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Published by the Society in the Ripon Gazette, 3rd July 2009
David Winpenny, Chairman of Ripon Civic Society, invites everyone to mark the centenary of the death of the 1st Marquess of Ripon on Thursday 9 July in the Spa Gardens and at the Spa Hotel.

‘There were giants in the earth in those days’, says the Book of Genesis. This referred to the time of Noah, so the writer was looking back a long time into the past, when anyone of any stature or fame might be seen as heroic.

Distance, as we know, lends enchantment. Probably the people of Noah’s time complained about the failings of their leaders (and perhaps even their expenses claims!) as much as we do today. Yet looking back with the perspective of time their descendants saw them as giants.

New perspectives are always interesting. There was a chance a few days ago to have, literally, a new view of the Marquess of Ripon. Contractors for Harrogate Borough Council went along to the Spa Gardens to spray-wash the statue of the Marquess that has stood there since 1921. They brought along a ‘cherry-picker’ hoist, so it was possible to take photographs of Lord Ripon face-to-face – or even from above.

The work was in preparation for the commemoration of the centenary of the Marquess’s death. He died at Studley Royal on Friday 9 July 1909. Next Thursday, 9 July 2009, Ripon Civic Society will mark the centenary with a short ceremony at the statue, at which everyone is welcome. The list of Lord Ripon’s honours, as carved into the statue’s base, will be read, there will be a short talk on the statue itself and its sculptor, and children from St Wilfrid’s Primary school will offer Indian-style ‘garlands’ that that have made (the Marquess was Viceroy of India) to some of the dignitaries. Ripon City Band will play from the bandstand before and after the ceremonies.

After that everyone will walk to the nearby Spa Hotel, where there will be a short reception, after which Richard Compton of Newby Hall, a descendant of the Marquess, will give a talk about Lord Ripon’s life.

From the perspective of a century on, George Frederick Samuel Robinson, successively known as Earl of Ripon and de Grey (de Grey was the senior title; he held it from 1859 on the death of a cousin) and, on his elevation in 1871, Marquess of Ripon, seems to have been one of that apparently very select band, an honourable politician. This column has already given an outline of his career, which saw him sitting in every Liberal cabinet from the Prime Ministership of Lord Palmerston in 1861 to that of Asquith in 1908 – when he served in the same cabinet as Winston Churchill, then President of the Board of Trade.

He was always a radical – though an upper-class, somewhat patrician radical – and he was certainly known as a safe pair of hands. His appointment as the chief negotiator when war threatened with the United States in 1871 over the perceived breaking of neutrality by the British during the American Civil War, shows how much he was trusted; his almost-single-handed conclusion of the Treaty of Washington, which restored harmony in Anglo-American relations, was rewarded with his Marquessate.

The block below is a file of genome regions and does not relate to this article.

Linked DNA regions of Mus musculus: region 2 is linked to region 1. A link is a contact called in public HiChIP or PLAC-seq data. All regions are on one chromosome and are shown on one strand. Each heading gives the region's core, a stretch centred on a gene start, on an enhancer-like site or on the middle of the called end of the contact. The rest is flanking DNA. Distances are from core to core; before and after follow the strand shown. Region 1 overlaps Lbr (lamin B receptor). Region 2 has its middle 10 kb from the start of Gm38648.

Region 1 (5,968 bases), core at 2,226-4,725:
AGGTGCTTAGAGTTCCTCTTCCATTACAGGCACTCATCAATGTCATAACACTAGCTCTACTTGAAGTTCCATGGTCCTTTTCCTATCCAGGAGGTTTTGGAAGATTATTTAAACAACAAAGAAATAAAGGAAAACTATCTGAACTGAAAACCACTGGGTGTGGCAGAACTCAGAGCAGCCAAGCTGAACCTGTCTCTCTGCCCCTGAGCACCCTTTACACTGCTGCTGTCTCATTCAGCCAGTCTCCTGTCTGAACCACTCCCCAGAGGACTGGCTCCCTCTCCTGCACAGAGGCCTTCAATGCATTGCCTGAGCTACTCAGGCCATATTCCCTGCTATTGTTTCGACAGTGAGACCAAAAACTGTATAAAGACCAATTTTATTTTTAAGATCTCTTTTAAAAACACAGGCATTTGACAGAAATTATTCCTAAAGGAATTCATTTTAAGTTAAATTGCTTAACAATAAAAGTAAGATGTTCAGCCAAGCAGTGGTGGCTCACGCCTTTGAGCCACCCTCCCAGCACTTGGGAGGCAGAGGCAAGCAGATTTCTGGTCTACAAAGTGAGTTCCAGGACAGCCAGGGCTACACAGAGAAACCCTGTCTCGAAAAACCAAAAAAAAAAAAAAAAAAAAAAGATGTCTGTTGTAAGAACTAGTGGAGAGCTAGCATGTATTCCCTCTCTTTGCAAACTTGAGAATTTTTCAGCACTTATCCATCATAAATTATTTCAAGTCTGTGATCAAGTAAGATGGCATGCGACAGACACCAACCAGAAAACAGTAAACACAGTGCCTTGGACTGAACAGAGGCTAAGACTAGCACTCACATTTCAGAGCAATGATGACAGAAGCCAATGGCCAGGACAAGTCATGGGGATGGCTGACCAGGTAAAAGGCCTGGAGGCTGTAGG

As Viceroy of India from 1880 to 1884 he had to pick up the pieces of unpopular policies instituted by the previous holder of the office. That he did so with skill and tact is shown by the fact that he is still regarded in India as one of the most enlightened of Viceroys, who laid the foundations for Indian independence. There are copies of the Spa Gardens statue in two Indian cities – Chennai (Madras) and Kolkata (Calcutta).

What is remarkable about his time as Viceroy – and indeed his political career after 1874, the year he converted to Roman Catholicism – is that he was appointed at all. The conversion was a huge scandal. Restrictions on Catholics in public life had been lifted in 1832, and the Catholic hierarchy in England had been re-established in 1850; but they were still regarded with suspicion. On Lord Ripon’s conversion ‘The Times’ thundered, ‘His sympathies have, at least in action, been given to the party of progress and enlightenment, and he would have been regarded until yesterday as a valuable member of the Liberal Party. This is the man who, in the full strength of his powers, has renounced his mental and moral freedom, and has submitted himself to the guidance of the Roman Catholic Priesthood. Such a step . . . can only be regarded as betraying an irreparable weakness of character.’ The English Independent referred to him as ‘the pervert Marquis’.

Some of his friends were horrified; Mr Gladstone wrote harshly to him. But others knew the man better. Sir Arthur Helps, friend and confidante of Queen Victoria, wrote to the Marquess, ‘My inclination is rather to have increased respect for one who, at much self-sacrifice . . . adopts and avows a change of opinion in these all-important matters’. Lord Ripon’s character overcame even the harshest of objections and his rehabilitation, first as Viceroy and later in cabinet posts, seems to have been accepted on all sides.

So please come along to the Spa Gardens on at 7.00 pm on Thursday 9 June to celebrate the life of this remarkable man, who worked as hard for Ripon as for the nation, and hear more from Richard Compton about his life and career. It is a fascinating story.

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